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Courtesy of Giraffe Pictures
Courtesy of Giraffe Pictures
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Meet Kirsten Tan, The First Singaporean Director To Compete At Sundance

Picture of Prianka Ghosh
Updated: 10 January 2017
After a banner year for the Singaporean film scene in 2016, the new year is getting off to a promising start. Kirsten Tan’s debut feature, Pop Aye, gets set to hit the festival circuit, starting with a spot in the World Cinema Dramatic Competition at the Sundance Film Festival, which takes place next week in Salt Lake City, Utah.

Anticipation for the film festival in Singapore is high. Although Meng Ong’s film, Miss Wonton, was selected for the American spectrum section in 2001, Tan will be the first Singaporean director to actually compete at the Sundance Film Festival. Tan is no stranger to international competition, having won the Torino Film Lab award two years ago which in turn helped to fund the production of this film. Previously, she has had success with her short films, including winning Best SE Asian Short Film at the 2014 Singapore International Film Festival in the same year that she finished her MFA at New York University’s Tisch School of the Arts.

Courtesy of Giraffe Pictures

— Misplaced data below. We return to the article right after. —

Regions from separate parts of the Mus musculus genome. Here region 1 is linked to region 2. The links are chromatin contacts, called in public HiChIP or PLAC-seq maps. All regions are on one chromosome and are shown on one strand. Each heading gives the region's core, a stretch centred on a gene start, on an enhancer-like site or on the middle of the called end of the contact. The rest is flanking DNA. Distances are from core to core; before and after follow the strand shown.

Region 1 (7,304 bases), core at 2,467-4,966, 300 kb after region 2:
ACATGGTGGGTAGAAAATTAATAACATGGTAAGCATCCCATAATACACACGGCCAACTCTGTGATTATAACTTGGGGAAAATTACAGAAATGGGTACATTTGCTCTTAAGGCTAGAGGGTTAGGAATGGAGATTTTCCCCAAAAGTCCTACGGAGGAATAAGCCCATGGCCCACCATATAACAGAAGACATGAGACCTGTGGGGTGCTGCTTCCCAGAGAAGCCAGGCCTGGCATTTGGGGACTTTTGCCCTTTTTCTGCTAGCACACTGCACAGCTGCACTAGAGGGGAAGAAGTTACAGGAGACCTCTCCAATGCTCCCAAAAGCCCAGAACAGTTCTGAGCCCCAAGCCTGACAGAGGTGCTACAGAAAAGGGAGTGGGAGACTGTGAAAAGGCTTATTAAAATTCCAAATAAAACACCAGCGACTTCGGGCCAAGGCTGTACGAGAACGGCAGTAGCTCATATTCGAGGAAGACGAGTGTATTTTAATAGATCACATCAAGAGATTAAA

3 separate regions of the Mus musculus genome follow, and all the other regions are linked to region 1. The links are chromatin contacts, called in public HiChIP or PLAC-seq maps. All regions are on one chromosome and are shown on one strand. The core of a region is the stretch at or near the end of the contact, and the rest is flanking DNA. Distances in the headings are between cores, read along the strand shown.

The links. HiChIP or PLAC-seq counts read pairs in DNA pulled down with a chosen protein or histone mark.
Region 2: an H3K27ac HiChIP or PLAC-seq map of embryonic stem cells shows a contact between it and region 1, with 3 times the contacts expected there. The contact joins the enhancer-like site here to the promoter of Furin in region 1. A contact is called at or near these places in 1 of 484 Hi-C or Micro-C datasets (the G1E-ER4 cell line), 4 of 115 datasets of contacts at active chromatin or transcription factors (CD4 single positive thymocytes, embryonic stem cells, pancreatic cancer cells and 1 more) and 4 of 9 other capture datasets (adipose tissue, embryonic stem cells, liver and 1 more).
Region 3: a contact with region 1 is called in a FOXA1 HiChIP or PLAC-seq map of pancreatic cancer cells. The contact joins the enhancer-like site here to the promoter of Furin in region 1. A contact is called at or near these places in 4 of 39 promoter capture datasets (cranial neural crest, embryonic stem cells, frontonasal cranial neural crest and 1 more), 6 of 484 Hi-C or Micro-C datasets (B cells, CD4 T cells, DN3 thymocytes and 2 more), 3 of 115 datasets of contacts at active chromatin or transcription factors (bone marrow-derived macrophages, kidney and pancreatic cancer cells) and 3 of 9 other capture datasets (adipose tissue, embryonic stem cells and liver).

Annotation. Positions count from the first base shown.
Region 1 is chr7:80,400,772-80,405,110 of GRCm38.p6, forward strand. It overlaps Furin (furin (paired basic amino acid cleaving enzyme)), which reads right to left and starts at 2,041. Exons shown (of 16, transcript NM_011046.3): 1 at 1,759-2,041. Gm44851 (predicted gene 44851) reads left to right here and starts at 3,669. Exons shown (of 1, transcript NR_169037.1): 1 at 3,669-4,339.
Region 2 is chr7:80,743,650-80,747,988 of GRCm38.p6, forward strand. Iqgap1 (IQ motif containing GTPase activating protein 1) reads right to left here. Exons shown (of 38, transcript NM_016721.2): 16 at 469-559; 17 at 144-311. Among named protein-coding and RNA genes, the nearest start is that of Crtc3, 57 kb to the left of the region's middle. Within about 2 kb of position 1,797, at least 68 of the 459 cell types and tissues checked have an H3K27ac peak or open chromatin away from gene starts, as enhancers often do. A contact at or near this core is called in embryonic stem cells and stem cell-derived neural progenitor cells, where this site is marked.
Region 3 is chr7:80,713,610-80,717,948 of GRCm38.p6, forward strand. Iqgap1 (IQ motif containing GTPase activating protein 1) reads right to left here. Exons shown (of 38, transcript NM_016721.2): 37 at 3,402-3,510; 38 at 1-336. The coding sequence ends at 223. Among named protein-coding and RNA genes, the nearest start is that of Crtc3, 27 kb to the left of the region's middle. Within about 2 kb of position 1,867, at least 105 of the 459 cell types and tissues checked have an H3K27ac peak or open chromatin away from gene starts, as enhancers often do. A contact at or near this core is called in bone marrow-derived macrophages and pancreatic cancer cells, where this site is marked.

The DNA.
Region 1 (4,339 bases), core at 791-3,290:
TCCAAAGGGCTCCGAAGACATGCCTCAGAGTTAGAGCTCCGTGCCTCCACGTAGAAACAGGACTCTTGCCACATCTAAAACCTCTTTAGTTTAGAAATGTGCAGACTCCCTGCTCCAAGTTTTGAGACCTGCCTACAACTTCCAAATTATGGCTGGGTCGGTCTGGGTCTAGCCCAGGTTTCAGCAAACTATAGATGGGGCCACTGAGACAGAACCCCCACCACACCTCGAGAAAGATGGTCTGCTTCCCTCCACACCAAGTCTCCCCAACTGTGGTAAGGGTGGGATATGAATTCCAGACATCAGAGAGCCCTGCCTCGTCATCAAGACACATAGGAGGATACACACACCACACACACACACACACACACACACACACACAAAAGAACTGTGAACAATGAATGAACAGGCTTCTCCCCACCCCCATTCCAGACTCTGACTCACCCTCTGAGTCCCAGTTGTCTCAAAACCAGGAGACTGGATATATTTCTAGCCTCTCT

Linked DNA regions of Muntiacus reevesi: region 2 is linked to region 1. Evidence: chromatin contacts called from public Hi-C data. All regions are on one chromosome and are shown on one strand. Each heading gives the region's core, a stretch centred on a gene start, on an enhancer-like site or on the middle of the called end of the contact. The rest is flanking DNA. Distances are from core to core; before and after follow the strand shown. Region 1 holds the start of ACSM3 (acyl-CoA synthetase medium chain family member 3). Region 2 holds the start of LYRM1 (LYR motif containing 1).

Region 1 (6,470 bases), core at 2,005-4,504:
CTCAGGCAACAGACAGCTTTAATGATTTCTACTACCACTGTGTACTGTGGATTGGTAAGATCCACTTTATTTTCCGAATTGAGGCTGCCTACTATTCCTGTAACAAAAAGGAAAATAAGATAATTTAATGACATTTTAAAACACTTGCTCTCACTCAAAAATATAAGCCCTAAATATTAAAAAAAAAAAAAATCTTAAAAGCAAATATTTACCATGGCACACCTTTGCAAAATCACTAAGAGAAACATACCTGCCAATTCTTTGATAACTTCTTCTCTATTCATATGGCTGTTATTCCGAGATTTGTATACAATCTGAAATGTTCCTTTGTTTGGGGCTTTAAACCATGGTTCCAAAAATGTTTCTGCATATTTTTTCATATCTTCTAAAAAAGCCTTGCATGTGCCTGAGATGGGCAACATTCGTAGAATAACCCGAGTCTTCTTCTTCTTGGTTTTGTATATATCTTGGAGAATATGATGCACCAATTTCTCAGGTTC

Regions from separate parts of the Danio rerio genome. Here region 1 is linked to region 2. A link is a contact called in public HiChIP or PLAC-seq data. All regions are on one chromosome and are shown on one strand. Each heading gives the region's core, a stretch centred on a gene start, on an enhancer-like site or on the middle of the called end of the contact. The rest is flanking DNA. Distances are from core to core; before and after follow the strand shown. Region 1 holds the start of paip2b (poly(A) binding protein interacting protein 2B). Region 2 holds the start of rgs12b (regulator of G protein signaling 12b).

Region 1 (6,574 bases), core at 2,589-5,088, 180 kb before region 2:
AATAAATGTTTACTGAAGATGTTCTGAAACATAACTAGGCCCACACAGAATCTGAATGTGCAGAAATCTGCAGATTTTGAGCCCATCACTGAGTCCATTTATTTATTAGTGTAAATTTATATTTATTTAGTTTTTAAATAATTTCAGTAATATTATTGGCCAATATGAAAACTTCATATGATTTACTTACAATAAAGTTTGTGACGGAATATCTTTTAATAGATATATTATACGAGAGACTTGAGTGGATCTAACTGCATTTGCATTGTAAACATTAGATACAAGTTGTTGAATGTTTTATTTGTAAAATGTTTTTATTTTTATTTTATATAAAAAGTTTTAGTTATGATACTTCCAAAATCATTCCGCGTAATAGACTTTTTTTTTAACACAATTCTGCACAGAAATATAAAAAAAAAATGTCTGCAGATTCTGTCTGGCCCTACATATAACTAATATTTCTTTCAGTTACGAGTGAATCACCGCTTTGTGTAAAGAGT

Courtesy of Giraffe Pictures

In Pop Aye, Tan tells the story of an architect in Bangkok who is unfulfilled with city life and his career. One day this man stumbles across the long-lost elephant he had as a boy and decides to take it on a road trip across Thailand to bring it, and himself, on a trek to find his roots. Tan juxtaposes the darkness of the architect’s life journey with the comic relief of a man traveling across a country with an elephant with the ultimate goal of creating something that is light but ultimately resounds with her viewers.

Courtesy of Giraffe Pictures
Courtesy of Giraffe Pictures

The inspiration for the film came to Tan while she was living in Thailand. One day she saw a group of boys pulling an elephant towards the ocean in order to clean it. That image combined with her own thoughts of often feeling like she doesn’t properly belong anywhere, inspired the protagonist’s own feelings of disillusionment and restlessness. Tan worked together with Anthony Chen and the rest of the Giraffe Pictures team to make her vision a reality. Chen, something of a luminary among film students in Singapore, has had his own success on the international stage when his film Ilo Ilo won the Camera d’Or prize at the 2013 Cannes Film Festival, making him the first Singaporean director to receive one of film’s highest accolades.

Courtesy of Giraffe Pictures
Courtesy of Giraffe Pictures

During Sundance, Pop Aye is contending for multiple awards including the Audience Prize, the World Cinema Directing Award and the highly coveted World Cinema Grand Jury Prize. As major players in the Singaporean film industry, both Kirsten Tan and Anthony Chen hope that the success of Pop Aye will encourage aspiring directors to follow their creative dreams.